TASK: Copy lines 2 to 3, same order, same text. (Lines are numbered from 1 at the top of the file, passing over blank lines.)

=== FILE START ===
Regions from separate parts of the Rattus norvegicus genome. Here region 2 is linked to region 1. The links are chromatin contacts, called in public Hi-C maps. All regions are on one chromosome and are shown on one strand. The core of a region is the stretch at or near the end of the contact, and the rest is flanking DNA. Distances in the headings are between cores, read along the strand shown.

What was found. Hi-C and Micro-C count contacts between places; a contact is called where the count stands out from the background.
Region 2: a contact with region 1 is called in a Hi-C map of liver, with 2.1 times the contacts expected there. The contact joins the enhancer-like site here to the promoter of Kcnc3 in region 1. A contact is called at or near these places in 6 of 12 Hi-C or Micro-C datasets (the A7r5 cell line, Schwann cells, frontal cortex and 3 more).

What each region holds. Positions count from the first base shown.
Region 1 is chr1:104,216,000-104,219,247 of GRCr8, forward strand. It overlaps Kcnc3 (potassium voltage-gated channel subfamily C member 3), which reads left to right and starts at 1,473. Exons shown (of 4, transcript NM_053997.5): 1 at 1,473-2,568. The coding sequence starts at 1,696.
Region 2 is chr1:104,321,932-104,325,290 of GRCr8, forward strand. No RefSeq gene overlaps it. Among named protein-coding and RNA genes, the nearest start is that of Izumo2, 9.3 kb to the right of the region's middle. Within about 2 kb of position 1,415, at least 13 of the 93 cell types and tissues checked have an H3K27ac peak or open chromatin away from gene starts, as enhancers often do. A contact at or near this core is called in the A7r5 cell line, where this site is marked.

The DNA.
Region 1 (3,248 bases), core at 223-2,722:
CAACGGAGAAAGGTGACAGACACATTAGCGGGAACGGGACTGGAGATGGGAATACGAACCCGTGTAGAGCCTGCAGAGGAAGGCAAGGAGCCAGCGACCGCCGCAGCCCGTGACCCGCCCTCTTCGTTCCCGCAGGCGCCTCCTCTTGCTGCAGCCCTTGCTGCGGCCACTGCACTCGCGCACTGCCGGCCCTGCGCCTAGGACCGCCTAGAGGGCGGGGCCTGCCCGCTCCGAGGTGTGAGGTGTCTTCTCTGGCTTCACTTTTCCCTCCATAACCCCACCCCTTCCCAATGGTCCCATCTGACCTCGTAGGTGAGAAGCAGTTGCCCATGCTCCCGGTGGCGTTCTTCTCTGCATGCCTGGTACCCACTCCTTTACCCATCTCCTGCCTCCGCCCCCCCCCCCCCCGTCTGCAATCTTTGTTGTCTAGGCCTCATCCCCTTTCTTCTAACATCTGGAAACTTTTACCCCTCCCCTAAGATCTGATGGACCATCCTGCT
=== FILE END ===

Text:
What was found. Hi-C and Micro-C count contacts between places; a contact is called where the count stands out from the background.
Region 2: a contact with region 1 is called in a Hi-C map of liver, with 2.1 times the contacts expected there. The contact joins the enhancer-like site here to the promoter of Kcnc3 in region 1. A contact is called at or near these places in 6 of 12 Hi-C or Micro-C datasets (the A7r5 cell line, Schwann cells, frontal cortex and 3 more).